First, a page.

Weather is an unpredictable wildcard for farmers in Iowa, but the drought poses bigger challenges than usual. Drought can affect nitrogen fertilization management by reducing the system’s yield – both in grain harvest and environmental degradation – which leaves more nitrogen in the soil and increases the likelihood of nitrate loss after a heavy rainfall.

Drought can have a surprisingly small impact on yield (as farmers reported this fall), but arid conditions still reduce nitrogen losses: lower rainfall moves less nitrate from the soil into rivers and streams, and dry soils limit microbial denitrification losses into the atmosphere. How is nitrogen fertilizer lost to the atmosphere? When the soils are wet and microbes don’t have oxygen to breathe, they instead breathe in nitrate and release nitrogen gases into the atmosphere.

Less nitrogen loss is good, but the nitrate that is not lost remains prone to loss. Farmers in drought-stricken regions of the state have the option to use this nitrate. Soil surveys can help farmers determine how much nitrate is left and catch crops can help preserve what remains in the soil.

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Iowa State University predictive models show that many soils in Iowa are currently much higher in nitrate than the average case, particularly in the high-yielding landforms Des Moines Lobe and Iowa Surface in north-central Iowa. Because of this, Iowa Corn and Iowa State University are encouraging Iowa farmers to take important steps this fall to better manage soil nitrogen so we can avoid potential water quality issues next spring.

Iowa State University said, courtesy of Dr.  Sotirios Archontoulis, Associate Professor of Agronomy, ISU, predicted the nitrate content in the soil from September 2021.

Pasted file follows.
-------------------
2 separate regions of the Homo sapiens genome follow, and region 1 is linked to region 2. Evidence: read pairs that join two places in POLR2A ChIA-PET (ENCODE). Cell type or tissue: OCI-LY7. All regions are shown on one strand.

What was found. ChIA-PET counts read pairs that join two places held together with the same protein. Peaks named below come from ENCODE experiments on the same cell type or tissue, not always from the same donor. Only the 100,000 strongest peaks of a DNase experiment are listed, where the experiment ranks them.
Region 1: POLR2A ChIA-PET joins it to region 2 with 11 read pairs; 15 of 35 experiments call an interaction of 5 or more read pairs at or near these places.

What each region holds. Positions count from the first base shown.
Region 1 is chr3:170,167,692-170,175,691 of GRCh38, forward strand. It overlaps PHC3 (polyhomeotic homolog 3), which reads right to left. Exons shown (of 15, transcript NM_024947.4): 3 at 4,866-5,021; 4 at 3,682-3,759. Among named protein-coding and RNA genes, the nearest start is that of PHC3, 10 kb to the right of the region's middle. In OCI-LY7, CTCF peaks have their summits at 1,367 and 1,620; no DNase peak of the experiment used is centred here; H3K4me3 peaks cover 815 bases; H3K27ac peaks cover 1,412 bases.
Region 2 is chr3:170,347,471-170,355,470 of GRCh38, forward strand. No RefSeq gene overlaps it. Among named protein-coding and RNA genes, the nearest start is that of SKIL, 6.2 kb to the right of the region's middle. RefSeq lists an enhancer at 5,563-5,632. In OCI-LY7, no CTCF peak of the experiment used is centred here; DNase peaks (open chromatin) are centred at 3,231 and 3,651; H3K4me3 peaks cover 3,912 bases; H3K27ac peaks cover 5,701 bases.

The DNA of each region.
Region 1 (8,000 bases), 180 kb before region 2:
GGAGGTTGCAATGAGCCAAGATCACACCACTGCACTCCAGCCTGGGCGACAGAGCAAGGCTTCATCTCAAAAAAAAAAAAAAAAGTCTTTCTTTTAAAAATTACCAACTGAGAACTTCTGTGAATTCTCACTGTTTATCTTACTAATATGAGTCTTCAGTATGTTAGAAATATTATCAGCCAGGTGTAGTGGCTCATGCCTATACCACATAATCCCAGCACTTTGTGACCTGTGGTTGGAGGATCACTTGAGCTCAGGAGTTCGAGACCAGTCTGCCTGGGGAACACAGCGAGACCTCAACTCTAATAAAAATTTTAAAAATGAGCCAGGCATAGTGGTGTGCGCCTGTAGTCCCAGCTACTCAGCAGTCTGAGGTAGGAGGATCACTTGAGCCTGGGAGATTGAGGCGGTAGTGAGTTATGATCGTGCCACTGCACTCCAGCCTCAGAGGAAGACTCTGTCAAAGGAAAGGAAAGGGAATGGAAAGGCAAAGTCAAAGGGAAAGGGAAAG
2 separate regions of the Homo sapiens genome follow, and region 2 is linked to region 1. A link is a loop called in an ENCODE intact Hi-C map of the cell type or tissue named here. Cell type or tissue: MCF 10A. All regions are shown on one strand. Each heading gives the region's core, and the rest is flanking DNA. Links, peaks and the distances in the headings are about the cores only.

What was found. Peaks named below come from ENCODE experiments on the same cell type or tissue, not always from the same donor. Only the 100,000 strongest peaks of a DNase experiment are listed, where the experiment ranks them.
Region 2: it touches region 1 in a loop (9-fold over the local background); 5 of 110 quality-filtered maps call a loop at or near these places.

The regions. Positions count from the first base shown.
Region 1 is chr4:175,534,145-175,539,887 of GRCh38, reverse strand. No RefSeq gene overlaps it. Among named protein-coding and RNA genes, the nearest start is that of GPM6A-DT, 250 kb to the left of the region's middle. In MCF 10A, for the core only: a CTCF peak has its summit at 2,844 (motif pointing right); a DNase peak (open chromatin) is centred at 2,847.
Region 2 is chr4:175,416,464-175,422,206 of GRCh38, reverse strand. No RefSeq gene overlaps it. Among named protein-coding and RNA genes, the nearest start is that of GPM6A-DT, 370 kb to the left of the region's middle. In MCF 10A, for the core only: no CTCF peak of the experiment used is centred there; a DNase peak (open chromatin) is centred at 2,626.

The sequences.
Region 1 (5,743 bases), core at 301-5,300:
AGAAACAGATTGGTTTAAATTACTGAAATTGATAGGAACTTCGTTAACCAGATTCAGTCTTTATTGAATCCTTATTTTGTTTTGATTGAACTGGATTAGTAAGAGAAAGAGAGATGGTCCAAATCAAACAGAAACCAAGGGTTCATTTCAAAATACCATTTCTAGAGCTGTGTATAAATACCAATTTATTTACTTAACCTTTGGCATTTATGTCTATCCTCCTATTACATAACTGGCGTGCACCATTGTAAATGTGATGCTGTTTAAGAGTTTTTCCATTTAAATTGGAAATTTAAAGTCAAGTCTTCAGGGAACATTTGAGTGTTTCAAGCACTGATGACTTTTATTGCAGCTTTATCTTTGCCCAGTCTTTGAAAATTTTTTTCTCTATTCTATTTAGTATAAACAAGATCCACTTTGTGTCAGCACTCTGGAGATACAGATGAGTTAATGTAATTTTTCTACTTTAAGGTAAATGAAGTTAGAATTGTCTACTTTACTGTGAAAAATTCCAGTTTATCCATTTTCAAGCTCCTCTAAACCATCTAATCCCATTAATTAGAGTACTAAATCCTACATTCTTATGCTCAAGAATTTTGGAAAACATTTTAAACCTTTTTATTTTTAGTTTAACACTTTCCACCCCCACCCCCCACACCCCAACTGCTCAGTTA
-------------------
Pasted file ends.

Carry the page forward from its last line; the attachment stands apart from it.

We experienced similar conditions in the drought of 2012, when lower yields and less environmental damage after harvest led to high residual nitrate levels in the soil. That fall, 2013 was followed by one of the wettest springs in Iowa when heavy rains caused massive nitrate floods in rivers and creeks. Unfortunately, this resulted in extremely high levels of nitrates in the Des Moines and Raccoon Rivers, which exceeded the Safe Drinking Water Act standard of 10 parts per million and forced the Des Moines Water Works to operate their denitrification facility.

Therefore, we encourage Iowa farmers to take additional steps to carefully manage future nitrogen fertilizer applications – especially this fall.

We encourage Iowa farmers to speak to their certified crop advisor or agronomist and consider the following:

  • Determine the nitrate content in the field soil: the yields can be surprisingly high despite the drought, but the soil nitrate content can also be surprisingly high due to the drought.
  • If there is a high nitrate content in the soil, reduce the fertilization in autumn, divide the fertilization between autumn and spring or apply 100% in spring.
  • Plant catch crops to use excess nitrate, reduce erosion and improve soil health.
  • Use nitrification inhibitor products. All nitrogen applications in autumn should be accompanied by a nitrification inhibitor, regardless of the drought and nitrate status of the soil.
  • Regardless of drought or soil nitrogen status, soil temperatures must be 4 inches below 50 degrees and trending downward before nitrogen fertilizers are applied in the fall.

Lance Lillibridge

We applaud farmers across Iowa and the Corn Belt for the increasing use of the four R’s of nutrient management to ensure the right source of fertilizer is applied in the right place, at the right rate, and at the right time. Given the current drought conditions and the potential for high levels of nitrates in our soils, we encourage Iowa farmers to take additional steps this fall to carefully manage nitrogen fertilizers to keep nitrate out of our waterways next spring.

Mike Castellano

Lance Lillibridge is the president of the Iowa Corn Growers Association; he farms in Benton County. Mike Castellano is Professor of Agronomy and William T. Frankenberger Professor of Soil Science at Iowa State University.